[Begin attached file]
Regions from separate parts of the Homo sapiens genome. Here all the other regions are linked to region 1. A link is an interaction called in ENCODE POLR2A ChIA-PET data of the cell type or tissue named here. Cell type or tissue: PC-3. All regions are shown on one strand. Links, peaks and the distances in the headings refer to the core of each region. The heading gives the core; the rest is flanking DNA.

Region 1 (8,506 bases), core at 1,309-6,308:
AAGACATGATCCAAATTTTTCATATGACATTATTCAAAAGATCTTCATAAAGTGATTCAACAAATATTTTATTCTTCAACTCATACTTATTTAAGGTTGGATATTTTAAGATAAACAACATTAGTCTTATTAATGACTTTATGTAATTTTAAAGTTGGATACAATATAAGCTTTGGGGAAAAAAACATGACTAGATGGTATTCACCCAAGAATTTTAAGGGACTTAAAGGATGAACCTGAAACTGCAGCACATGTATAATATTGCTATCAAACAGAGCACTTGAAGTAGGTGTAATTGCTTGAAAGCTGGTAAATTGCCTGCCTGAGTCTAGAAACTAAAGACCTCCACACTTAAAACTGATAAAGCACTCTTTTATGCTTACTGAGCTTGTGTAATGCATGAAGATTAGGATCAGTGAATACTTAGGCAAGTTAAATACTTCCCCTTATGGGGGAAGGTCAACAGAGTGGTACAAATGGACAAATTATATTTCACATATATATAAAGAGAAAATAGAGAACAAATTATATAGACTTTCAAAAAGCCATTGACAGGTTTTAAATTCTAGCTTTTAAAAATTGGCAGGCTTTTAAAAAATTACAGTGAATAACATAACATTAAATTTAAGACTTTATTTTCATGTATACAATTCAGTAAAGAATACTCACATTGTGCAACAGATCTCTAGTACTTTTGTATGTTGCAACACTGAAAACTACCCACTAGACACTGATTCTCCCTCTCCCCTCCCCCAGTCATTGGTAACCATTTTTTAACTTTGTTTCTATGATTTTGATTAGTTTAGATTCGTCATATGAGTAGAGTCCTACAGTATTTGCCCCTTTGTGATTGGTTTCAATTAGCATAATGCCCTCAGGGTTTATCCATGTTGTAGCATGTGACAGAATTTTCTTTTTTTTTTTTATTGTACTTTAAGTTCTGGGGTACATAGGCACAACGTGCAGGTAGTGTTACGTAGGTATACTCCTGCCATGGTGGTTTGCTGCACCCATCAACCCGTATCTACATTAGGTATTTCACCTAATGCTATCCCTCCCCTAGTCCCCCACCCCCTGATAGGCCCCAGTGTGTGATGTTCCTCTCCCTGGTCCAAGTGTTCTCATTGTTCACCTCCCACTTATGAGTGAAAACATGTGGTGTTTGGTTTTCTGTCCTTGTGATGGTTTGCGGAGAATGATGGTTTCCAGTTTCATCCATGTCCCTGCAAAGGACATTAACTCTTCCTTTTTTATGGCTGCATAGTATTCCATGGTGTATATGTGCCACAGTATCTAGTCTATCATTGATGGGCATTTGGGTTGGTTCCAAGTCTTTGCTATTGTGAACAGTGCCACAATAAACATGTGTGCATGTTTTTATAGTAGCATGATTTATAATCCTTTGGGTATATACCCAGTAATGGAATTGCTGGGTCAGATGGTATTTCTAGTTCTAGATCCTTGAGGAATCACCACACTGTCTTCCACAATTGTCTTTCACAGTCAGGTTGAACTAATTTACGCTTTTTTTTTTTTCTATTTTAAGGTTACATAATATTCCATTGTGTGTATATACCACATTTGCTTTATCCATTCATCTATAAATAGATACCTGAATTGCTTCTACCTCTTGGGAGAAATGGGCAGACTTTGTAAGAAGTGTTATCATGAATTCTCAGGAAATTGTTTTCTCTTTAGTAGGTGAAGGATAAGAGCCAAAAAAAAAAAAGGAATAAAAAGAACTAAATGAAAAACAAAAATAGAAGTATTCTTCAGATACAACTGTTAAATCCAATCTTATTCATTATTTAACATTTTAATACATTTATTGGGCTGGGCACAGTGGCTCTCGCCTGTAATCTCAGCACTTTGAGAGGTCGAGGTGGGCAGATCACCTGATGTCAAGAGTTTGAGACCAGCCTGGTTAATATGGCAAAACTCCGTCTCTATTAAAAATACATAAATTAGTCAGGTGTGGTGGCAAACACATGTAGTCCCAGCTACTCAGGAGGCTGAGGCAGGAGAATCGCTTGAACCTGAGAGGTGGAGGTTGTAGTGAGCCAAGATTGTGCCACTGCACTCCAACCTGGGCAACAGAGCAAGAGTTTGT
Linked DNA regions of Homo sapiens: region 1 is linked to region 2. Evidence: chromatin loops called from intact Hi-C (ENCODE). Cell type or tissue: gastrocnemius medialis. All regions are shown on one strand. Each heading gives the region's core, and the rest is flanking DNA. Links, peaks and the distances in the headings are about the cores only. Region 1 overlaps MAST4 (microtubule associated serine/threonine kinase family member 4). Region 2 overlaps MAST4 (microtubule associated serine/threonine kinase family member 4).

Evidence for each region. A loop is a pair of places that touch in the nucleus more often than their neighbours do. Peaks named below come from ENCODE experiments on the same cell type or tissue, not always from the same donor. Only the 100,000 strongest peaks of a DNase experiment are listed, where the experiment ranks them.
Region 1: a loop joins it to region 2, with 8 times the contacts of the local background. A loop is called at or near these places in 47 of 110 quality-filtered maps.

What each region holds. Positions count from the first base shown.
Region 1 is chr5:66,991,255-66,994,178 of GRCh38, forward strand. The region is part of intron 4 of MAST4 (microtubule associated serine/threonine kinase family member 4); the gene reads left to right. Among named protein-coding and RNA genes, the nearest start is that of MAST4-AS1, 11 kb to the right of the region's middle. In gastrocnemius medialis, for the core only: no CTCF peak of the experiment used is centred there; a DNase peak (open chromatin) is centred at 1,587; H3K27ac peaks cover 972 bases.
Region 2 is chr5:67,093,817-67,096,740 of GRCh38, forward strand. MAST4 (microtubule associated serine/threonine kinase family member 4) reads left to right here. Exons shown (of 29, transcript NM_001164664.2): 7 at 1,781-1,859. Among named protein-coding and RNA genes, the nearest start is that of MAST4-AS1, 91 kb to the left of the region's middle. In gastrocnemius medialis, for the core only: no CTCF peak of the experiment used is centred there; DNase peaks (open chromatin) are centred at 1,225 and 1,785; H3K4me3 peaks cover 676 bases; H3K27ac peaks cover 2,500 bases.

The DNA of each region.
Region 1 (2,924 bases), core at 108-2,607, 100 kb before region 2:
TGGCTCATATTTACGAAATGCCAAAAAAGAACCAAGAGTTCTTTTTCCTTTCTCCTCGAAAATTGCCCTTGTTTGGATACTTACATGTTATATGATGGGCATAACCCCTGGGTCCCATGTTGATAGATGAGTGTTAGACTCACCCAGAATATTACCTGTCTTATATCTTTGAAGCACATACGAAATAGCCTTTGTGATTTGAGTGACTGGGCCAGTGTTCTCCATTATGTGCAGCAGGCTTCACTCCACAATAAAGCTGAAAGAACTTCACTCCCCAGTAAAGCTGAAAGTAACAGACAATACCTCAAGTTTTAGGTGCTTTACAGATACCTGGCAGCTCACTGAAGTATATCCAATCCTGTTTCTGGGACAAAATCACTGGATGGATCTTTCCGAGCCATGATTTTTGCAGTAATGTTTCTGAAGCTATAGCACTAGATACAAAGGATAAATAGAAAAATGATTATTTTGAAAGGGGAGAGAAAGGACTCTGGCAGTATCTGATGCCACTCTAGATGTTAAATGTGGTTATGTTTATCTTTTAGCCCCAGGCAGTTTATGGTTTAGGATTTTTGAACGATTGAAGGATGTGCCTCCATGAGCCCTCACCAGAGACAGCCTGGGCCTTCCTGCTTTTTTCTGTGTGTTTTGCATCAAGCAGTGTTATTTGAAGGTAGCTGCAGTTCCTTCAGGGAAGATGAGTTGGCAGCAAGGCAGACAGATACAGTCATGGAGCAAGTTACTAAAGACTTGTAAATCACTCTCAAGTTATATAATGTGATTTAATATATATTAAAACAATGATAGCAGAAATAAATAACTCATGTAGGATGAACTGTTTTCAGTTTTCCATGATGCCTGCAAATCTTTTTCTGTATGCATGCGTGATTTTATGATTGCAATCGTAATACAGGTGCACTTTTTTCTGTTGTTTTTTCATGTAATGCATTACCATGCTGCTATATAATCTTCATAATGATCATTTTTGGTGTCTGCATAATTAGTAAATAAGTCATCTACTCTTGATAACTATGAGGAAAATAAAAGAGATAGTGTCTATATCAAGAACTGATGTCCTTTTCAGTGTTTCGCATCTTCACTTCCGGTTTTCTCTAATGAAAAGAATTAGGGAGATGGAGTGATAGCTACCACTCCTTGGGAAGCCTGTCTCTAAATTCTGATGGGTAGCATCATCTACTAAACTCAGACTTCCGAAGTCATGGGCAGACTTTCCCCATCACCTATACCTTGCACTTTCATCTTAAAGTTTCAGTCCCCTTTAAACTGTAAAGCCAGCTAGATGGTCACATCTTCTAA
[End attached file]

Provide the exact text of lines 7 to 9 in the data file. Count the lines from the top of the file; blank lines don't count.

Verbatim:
What each region holds. Positions count from the first base shown.
Region 1 is chr5:66,991,255-66,994,178 of GRCh38, forward strand. The region is part of intron 4 of MAST4 (microtubule associated serine/threonine kinase family member 4); the gene reads left to right. Among named protein-coding and RNA genes, the nearest start is that of MAST4-AS1, 11 kb to the right of the region's middle. In gastrocnemius medialis, for the core only: no CTCF peak of the experiment used is centred there; a DNase peak (open chromatin) is centred at 1,587; H3K27ac peaks cover 972 bases.
Region 2 is chr5:67,093,817-67,096,740 of GRCh38, forward strand. MAST4 (microtubule associated serine/threonine kinase family member 4) reads left to right here. Exons shown (of 29, transcript NM_001164664.2): 7 at 1,781-1,859. Among named protein-coding and RNA genes, the nearest start is that of MAST4-AS1, 91 kb to the left of the region's middle. In gastrocnemius medialis, for the core only: no CTCF peak of the experiment used is centred there; DNase peaks (open chromatin) are centred at 1,225 and 1,785; H3K4me3 peaks cover 676 bases; H3K27ac peaks cover 2,500 bases.